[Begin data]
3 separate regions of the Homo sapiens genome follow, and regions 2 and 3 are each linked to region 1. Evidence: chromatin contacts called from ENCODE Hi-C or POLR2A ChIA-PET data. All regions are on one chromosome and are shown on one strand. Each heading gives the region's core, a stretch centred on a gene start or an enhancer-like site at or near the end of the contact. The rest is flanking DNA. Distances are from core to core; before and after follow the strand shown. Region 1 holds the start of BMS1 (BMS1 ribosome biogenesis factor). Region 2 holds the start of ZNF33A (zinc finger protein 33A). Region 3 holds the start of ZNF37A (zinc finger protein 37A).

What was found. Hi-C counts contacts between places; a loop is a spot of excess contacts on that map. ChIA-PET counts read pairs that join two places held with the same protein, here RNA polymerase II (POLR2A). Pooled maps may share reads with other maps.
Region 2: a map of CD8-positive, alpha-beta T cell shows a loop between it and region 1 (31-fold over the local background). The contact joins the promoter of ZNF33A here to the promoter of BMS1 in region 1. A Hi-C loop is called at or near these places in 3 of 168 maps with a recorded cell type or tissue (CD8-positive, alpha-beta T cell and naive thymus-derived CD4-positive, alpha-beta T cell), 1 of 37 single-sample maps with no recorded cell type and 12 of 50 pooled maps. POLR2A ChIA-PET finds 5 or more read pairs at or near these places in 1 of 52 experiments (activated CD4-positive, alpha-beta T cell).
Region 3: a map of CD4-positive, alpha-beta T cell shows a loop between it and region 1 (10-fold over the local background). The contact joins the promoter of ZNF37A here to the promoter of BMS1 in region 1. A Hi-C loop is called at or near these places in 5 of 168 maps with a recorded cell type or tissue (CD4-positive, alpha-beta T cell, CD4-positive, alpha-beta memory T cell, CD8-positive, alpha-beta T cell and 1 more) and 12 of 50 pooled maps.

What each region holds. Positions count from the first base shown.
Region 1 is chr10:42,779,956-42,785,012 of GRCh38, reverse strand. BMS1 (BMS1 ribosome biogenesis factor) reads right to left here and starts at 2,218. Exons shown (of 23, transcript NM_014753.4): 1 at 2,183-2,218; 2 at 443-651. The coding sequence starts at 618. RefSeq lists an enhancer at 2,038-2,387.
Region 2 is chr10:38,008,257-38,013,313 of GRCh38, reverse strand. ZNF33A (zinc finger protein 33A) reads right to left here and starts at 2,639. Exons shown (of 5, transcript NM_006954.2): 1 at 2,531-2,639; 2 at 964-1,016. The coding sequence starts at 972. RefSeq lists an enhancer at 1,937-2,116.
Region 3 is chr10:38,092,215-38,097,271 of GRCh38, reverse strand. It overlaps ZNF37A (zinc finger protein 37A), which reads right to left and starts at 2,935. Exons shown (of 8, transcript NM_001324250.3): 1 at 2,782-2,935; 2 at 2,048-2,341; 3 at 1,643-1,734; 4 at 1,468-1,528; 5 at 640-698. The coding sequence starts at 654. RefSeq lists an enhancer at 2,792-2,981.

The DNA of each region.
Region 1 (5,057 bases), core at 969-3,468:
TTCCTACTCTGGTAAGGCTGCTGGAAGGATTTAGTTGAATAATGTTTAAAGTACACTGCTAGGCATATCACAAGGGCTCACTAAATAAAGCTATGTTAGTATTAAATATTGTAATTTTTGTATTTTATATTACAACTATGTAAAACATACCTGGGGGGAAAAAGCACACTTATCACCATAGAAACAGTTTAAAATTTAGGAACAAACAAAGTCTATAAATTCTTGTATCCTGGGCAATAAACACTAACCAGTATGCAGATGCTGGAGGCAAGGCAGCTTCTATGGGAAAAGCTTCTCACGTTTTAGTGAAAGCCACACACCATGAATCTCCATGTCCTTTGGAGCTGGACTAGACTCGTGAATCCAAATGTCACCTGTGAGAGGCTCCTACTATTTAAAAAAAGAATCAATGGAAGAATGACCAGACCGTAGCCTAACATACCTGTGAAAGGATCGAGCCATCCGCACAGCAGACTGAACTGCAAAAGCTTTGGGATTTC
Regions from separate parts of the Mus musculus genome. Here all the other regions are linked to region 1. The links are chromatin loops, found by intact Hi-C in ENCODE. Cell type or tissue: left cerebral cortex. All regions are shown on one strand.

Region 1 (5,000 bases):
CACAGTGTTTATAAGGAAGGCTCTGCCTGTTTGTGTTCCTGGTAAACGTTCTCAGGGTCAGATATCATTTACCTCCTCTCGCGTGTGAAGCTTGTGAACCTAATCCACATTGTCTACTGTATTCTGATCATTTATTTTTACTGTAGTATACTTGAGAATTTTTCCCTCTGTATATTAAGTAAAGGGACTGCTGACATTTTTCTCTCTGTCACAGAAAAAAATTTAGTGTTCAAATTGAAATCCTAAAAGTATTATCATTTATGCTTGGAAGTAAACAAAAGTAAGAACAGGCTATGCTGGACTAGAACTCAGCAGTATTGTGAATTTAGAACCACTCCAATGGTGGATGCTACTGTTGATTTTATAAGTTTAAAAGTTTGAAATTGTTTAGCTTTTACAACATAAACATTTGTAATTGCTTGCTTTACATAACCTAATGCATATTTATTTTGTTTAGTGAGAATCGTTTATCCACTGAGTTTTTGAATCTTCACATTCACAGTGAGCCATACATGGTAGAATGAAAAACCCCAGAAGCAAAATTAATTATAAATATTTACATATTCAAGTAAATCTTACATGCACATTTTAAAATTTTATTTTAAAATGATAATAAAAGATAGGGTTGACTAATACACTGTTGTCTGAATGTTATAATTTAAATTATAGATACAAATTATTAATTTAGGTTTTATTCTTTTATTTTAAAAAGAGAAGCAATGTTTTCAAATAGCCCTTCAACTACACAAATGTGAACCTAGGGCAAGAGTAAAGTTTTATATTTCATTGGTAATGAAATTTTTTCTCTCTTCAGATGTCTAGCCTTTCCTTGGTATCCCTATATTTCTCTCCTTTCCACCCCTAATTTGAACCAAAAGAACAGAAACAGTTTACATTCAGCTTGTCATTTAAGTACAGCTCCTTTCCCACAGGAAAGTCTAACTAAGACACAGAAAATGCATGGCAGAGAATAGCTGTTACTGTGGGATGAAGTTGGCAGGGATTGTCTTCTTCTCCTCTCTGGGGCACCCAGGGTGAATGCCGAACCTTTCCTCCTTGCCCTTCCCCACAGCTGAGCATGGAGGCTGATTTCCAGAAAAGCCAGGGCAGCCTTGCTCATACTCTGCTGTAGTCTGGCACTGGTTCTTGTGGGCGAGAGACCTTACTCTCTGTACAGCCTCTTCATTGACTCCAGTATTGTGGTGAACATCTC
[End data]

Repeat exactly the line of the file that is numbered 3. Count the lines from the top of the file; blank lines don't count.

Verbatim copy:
Region 2: a map of CD8-positive, alpha-beta T cell shows a loop between it and region 1 (31-fold over the local background). The contact joins the promoter of ZNF33A here to the promoter of BMS1 in region 1. A Hi-C loop is called at or near these places in 3 of 168 maps with a recorded cell type or tissue (CD8-positive, alpha-beta T cell and naive thymus-derived CD4-positive, alpha-beta T cell), 1 of 37 single-sample maps with no recorded cell type and 12 of 50 pooled maps. POLR2A ChIA-PET finds 5 or more read pairs at or near these places in 1 of 52 experiments (activated CD4-positive, alpha-beta T cell).